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Great Gluten-free Bread from USDA Scientists?


USDA scientists may have craked the code to great gluten-free bread.

Celiac.com 01/13/2011 - It might be rocket science, after all. Well, sort of. It turns out that engineering a good loaf of gluten-free bread is the focus of some of the best scientific minds in the food business.

It also turns out that scientists with the U.S. Department of Agriculture (USDA) in Manhattan, Kansas, have developed a process that produces a high-quality, gluten-free bread.

Such bread, if produced on a large scale, might benefit the millions of Americans with celiac disease who are unable to digest gluten, a protein found in wheat, barley and rye. Gluten-free grains include corn, sorghum, and rice, among others.

The new bread-making process is the work of chemists Scott Bean and Tilman Schober at the Agricultural Research Service (ARS) Grain Quality and Structure Research Unit.

They discovered that removing a certain amount of fat from a corn protein called zein, allowed them to craft a gluten-free dough that is more like wheat dough, and free-standing, bakery-type rolls are more like traditional wheat rolls. ARS is the chief intramural scientific research agency of USDA.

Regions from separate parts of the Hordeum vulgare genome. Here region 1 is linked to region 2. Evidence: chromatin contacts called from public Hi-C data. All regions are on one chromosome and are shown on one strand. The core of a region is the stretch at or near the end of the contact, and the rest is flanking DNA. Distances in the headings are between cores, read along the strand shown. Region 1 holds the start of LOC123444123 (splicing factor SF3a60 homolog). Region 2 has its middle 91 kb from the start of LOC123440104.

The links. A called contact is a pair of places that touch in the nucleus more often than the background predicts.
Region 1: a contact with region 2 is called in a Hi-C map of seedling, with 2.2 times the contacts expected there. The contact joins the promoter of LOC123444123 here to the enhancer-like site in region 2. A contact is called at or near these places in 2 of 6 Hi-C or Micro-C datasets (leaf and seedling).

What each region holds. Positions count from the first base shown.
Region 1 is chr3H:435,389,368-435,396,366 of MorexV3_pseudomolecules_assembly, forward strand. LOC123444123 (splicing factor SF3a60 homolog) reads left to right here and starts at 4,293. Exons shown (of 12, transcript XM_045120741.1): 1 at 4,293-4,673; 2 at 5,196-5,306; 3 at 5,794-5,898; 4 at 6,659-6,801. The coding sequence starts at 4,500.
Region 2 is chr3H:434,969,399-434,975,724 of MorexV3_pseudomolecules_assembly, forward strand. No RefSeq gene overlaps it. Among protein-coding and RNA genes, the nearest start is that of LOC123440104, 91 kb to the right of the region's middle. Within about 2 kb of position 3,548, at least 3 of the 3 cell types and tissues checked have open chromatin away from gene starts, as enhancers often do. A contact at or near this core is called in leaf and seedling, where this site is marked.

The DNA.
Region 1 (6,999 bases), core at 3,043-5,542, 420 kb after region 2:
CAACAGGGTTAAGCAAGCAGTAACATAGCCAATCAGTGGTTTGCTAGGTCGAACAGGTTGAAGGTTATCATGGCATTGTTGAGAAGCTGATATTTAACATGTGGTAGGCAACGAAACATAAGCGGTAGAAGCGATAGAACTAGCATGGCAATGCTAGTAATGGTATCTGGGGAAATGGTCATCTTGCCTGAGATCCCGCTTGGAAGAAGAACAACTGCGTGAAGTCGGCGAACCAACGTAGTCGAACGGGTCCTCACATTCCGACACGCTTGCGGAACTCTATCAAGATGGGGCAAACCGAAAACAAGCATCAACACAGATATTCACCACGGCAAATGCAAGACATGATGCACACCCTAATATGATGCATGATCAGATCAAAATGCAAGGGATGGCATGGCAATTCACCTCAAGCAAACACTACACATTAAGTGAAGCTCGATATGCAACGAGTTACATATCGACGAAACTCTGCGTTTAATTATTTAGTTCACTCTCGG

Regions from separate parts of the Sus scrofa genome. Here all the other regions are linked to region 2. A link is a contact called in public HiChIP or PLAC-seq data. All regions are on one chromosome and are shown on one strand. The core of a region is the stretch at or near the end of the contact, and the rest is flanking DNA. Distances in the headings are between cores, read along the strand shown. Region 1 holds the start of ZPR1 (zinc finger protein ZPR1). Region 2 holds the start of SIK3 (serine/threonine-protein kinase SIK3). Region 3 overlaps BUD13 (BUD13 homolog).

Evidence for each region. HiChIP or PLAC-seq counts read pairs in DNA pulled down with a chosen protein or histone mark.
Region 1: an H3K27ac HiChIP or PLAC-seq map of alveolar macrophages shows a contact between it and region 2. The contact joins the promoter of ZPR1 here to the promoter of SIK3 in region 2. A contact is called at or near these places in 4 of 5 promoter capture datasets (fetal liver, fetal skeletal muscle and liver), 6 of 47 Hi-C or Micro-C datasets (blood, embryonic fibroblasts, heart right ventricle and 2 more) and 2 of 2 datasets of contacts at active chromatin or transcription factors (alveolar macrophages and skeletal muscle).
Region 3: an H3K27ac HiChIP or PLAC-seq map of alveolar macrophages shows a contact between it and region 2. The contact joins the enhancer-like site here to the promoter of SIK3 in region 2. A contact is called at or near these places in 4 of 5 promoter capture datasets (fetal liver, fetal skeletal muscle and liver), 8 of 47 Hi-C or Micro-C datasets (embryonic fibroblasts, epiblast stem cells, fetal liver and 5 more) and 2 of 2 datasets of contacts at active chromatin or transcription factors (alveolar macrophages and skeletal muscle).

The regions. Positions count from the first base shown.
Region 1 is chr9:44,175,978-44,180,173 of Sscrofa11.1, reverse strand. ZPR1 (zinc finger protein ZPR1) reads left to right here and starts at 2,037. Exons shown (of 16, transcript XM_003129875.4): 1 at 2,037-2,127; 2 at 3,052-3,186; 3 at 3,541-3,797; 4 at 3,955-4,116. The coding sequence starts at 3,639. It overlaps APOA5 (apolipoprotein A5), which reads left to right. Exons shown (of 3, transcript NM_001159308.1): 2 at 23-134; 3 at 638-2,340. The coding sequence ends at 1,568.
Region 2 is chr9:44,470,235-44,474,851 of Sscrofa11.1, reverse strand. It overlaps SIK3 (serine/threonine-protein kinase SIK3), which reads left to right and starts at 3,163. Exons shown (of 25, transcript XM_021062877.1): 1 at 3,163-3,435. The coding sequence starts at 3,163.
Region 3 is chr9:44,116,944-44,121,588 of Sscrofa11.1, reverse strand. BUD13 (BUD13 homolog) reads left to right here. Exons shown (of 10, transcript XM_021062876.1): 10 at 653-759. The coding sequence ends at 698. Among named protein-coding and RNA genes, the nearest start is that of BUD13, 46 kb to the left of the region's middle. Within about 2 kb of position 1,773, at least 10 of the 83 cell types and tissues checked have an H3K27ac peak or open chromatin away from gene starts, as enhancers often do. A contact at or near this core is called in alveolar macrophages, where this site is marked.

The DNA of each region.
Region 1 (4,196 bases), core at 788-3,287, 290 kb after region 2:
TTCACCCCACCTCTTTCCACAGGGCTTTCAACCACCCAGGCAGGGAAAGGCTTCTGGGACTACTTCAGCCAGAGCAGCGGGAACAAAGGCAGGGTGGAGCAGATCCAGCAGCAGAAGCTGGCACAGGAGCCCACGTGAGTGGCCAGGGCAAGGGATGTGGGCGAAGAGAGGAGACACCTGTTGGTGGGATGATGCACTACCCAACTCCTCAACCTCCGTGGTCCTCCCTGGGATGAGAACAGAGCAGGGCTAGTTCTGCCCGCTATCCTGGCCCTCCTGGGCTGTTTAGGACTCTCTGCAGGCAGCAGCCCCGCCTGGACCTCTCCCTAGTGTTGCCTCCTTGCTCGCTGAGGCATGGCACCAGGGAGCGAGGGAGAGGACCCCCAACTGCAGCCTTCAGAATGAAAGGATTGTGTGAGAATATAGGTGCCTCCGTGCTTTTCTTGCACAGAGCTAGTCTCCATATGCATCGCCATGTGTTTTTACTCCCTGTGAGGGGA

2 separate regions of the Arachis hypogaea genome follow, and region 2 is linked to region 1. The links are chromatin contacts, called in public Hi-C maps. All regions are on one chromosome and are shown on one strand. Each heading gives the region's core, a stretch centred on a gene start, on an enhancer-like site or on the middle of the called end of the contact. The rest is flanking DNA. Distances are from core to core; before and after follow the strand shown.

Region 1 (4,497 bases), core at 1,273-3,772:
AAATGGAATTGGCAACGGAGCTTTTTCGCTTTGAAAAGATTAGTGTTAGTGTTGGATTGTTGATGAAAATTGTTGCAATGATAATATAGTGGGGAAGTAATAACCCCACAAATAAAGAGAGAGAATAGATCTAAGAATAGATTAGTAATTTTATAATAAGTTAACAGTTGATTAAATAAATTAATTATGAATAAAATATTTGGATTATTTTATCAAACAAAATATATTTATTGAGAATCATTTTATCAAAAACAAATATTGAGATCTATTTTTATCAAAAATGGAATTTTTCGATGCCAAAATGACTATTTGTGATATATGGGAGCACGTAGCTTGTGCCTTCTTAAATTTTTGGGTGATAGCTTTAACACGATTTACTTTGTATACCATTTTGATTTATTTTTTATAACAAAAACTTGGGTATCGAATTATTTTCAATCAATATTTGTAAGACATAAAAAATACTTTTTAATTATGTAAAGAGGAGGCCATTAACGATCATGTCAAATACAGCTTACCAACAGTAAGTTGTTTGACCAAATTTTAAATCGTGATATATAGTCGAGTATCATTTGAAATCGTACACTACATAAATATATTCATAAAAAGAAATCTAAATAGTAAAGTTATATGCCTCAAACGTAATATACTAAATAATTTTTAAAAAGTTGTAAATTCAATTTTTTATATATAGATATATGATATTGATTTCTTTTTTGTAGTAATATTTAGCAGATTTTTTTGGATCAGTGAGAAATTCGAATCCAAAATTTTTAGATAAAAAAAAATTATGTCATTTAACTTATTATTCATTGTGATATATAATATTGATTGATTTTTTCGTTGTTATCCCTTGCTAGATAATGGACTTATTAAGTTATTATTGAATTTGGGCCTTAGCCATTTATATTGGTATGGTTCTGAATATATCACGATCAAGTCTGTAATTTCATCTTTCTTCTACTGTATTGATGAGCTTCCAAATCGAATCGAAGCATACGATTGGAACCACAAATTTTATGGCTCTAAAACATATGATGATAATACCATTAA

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Bean and Schober had some success crafting gluten-free pan bread using other grains, but they were unable to make free-standing rolls because the rolls expanded too much. According to Bean, the resulting bread was lower quality than comparable wheat bread.

Bean and Schober had shown earlier that zein-a readily available byproduct from corn wet milling and fuel-ethanol production-could be used to make dough that was more similar to wheat dough. The dough still didn't meet their standards, though, because the rolls produced from it were crumbly and flat.

Removing more of the fat from the zein protein's surface, Bean and Schober found, allowed the proteins to stick to each other much like wheat proteins do, giving the zein-based dough  elastic properties similar to wheat dough.

Bean and Schober's findings may also apply to sorghum, which, says Bean, may prove to be a better grain to use since it is a gluten-free grain.

The team used corn as an intermediate step toward to achieve the ideal standard for gluten-free breads: a wheat-flour-like dough made with non-wheat proteins, resulting in products with a fluffy, light texture.